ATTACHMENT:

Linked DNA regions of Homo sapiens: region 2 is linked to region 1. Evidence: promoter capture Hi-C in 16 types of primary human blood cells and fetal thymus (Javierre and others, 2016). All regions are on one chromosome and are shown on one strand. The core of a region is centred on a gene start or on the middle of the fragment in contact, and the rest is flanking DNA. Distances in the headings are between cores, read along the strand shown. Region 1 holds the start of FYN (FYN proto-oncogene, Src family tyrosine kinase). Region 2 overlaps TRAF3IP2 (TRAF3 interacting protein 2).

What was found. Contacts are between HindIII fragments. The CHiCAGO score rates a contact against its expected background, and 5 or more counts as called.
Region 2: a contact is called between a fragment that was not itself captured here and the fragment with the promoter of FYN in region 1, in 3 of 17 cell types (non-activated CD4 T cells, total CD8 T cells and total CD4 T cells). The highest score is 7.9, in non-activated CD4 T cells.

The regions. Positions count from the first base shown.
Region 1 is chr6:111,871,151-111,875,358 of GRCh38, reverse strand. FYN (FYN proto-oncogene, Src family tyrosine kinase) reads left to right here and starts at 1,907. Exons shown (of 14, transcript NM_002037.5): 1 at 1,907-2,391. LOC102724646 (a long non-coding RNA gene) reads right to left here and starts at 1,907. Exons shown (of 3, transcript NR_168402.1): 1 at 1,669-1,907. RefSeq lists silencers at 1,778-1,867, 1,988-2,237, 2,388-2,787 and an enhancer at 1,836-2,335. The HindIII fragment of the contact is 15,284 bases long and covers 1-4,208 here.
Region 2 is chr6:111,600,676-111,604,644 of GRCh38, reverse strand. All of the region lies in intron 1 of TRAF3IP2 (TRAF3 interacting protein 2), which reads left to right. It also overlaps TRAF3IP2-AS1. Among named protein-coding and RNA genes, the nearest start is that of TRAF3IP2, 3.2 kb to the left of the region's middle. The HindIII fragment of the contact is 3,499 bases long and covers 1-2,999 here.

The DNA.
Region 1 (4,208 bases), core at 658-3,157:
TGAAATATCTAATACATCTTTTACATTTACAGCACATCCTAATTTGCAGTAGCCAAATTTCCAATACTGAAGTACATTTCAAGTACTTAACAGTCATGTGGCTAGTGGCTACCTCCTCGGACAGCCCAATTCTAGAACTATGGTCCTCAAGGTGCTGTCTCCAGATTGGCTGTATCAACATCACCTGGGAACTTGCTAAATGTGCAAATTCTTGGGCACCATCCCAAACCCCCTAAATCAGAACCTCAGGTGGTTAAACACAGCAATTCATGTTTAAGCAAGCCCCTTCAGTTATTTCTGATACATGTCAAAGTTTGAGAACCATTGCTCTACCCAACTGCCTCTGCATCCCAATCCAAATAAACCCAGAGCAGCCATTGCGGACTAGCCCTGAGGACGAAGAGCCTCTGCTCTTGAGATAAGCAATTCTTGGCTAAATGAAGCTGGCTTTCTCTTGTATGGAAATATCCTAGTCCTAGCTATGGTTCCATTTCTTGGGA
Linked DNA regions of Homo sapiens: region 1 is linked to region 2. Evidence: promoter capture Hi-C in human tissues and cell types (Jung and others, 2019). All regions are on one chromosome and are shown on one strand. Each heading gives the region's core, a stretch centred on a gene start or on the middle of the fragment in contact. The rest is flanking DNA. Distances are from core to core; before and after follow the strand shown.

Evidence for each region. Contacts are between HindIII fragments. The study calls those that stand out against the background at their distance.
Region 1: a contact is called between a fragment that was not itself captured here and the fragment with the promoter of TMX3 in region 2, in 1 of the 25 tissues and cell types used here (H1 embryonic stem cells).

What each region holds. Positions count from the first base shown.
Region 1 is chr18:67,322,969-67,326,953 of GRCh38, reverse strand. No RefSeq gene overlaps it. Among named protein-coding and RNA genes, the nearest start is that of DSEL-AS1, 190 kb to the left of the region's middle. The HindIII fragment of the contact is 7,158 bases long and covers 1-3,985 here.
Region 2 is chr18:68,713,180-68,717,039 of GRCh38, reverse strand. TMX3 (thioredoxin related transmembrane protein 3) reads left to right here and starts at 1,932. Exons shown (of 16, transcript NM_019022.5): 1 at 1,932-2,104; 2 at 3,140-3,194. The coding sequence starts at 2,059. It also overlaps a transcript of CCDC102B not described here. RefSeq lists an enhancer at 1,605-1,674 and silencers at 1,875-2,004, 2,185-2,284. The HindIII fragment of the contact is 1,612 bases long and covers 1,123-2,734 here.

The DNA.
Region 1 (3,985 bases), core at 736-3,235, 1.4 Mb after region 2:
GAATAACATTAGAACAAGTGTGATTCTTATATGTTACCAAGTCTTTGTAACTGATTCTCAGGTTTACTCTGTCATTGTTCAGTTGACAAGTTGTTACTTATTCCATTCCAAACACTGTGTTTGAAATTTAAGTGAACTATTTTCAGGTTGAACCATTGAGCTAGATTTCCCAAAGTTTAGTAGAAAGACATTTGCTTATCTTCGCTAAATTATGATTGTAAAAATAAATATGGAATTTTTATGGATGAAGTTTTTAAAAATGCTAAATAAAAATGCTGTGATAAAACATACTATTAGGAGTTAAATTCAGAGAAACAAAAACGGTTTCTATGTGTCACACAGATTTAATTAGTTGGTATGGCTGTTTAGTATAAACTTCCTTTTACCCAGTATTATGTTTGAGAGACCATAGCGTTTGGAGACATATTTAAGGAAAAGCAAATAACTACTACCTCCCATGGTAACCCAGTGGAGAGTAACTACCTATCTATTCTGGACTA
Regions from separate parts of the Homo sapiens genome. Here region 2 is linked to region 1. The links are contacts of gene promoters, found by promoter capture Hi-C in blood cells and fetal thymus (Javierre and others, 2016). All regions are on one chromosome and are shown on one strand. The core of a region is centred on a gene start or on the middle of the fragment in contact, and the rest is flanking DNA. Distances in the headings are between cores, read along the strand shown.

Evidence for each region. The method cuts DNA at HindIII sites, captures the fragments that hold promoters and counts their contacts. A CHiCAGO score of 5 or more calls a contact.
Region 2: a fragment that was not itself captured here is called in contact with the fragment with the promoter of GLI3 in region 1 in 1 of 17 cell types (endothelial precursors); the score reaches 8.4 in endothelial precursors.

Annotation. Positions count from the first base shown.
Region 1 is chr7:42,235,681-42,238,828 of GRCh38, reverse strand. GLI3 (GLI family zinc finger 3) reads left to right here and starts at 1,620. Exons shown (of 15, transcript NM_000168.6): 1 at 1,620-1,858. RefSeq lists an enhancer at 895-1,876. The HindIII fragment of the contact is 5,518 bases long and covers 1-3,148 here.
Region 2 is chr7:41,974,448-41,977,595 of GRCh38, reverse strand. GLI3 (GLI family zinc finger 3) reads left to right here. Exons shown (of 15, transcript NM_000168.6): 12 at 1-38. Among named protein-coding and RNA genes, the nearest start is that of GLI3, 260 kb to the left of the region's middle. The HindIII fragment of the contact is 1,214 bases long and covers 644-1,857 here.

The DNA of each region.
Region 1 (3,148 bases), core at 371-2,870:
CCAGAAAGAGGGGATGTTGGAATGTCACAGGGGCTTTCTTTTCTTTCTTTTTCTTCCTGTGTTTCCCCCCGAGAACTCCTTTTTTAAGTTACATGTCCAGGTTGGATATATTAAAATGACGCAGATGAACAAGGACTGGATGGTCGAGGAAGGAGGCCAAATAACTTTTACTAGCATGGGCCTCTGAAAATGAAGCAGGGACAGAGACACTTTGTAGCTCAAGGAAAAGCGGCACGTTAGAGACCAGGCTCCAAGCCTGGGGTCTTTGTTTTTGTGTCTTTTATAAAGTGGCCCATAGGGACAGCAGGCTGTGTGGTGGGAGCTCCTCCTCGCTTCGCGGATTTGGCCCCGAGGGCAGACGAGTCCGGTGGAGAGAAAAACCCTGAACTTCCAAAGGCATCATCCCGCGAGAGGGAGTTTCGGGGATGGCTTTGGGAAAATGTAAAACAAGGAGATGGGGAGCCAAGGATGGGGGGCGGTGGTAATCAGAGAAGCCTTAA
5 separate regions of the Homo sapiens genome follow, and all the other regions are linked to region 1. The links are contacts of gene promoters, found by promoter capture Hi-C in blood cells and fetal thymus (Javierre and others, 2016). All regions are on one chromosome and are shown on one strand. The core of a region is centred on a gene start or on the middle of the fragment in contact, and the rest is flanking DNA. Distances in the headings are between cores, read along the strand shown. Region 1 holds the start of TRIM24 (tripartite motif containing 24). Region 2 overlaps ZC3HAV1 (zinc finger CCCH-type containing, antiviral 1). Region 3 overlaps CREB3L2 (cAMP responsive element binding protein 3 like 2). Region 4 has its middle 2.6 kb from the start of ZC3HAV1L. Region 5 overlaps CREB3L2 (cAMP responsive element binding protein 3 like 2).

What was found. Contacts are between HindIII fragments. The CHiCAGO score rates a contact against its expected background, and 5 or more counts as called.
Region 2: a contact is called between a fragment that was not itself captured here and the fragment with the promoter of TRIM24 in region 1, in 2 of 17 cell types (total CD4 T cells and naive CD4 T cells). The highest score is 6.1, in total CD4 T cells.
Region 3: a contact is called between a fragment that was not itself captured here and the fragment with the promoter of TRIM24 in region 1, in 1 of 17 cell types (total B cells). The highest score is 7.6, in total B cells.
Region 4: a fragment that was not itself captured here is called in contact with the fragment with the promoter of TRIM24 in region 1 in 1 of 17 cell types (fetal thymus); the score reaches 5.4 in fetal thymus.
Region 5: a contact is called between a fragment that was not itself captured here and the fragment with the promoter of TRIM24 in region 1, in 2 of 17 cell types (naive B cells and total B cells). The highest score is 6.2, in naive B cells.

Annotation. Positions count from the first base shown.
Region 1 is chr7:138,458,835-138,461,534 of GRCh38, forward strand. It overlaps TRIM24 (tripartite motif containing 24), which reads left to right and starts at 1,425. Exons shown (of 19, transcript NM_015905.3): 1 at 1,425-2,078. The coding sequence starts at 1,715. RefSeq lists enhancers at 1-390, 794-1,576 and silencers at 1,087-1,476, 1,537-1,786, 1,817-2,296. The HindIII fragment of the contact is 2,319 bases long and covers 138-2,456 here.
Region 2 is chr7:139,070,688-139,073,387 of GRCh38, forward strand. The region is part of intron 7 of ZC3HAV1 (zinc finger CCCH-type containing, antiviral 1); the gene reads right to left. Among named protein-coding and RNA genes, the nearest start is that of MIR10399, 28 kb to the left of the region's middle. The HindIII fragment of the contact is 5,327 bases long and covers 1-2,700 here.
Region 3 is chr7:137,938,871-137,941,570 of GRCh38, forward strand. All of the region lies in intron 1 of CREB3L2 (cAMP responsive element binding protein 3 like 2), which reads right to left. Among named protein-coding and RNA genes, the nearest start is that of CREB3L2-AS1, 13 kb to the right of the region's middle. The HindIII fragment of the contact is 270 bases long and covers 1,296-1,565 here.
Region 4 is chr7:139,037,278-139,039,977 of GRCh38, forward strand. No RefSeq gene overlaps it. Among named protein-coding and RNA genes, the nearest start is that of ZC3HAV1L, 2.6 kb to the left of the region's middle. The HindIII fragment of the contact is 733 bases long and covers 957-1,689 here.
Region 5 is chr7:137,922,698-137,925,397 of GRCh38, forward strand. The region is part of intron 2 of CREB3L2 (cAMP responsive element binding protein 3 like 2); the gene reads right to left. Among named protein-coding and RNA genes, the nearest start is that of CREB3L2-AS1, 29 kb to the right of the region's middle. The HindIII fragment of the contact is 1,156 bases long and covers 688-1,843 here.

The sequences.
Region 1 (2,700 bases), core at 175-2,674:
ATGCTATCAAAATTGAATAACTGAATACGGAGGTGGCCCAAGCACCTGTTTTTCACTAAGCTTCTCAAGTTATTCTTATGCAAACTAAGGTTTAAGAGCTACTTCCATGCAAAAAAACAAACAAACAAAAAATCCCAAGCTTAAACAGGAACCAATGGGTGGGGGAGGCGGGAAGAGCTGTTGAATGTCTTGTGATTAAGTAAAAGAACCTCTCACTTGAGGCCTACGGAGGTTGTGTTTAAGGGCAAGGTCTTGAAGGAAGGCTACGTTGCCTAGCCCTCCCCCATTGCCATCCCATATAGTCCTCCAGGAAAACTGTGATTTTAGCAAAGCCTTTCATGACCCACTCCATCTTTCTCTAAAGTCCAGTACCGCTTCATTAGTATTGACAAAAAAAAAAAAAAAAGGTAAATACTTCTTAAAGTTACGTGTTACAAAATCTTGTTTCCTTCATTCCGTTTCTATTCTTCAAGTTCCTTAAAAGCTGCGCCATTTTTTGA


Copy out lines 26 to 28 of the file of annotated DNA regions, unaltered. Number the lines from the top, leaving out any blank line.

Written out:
Region 1 (3,148 bases), core at 371-2,870:
CCAGAAAGAGGGGATGTTGGAATGTCACAGGGGCTTTCTTTTCTTTCTTTTTCTTCCTGTGTTTCCCCCCGAGAACTCCTTTTTTAAGTTACATGTCCAGGTTGGATATATTAAAATGACGCAGATGAACAAGGACTGGATGGTCGAGGAAGGAGGCCAAATAACTTTTACTAGCATGGGCCTCTGAAAATGAAGCAGGGACAGAGACACTTTGTAGCTCAAGGAAAAGCGGCACGTTAGAGACCAGGCTCCAAGCCTGGGGTCTTTGTTTTTGTGTCTTTTATAAAGTGGCCCATAGGGACAGCAGGCTGTGTGGTGGGAGCTCCTCCTCGCTTCGCGGATTTGGCCCCGAGGGCAGACGAGTCCGGTGGAGAGAAAAACCCTGAACTTCCAAAGGCATCATCCCGCGAGAGGGAGTTTCGGGGATGGCTTTGGGAAAATGTAAAACAAGGAGATGGGGAGCCAAGGATGGGGGGCGGTGGTAATCAGAGAAGCCTTAA
5 separate regions of the Homo sapiens genome follow, and all the other regions are linked to region 1. The links are contacts of gene promoters, found by promoter capture Hi-C in blood cells and fetal thymus (Javierre and others, 2016). All regions are on one chromosome and are shown on one strand. The core of a region is centred on a gene start or on the middle of the fragment in contact, and the rest is flanking DNA. Distances in the headings are between cores, read along the strand shown. Region 1 holds the start of TRIM24 (tripartite motif containing 24). Region 2 overlaps ZC3HAV1 (zinc finger CCCH-type containing, antiviral 1). Region 3 overlaps CREB3L2 (cAMP responsive element binding protein 3 like 2). Region 4 has its middle 2.6 kb from the start of ZC3HAV1L. Region 5 overlaps CREB3L2 (cAMP responsive element binding protein 3 like 2).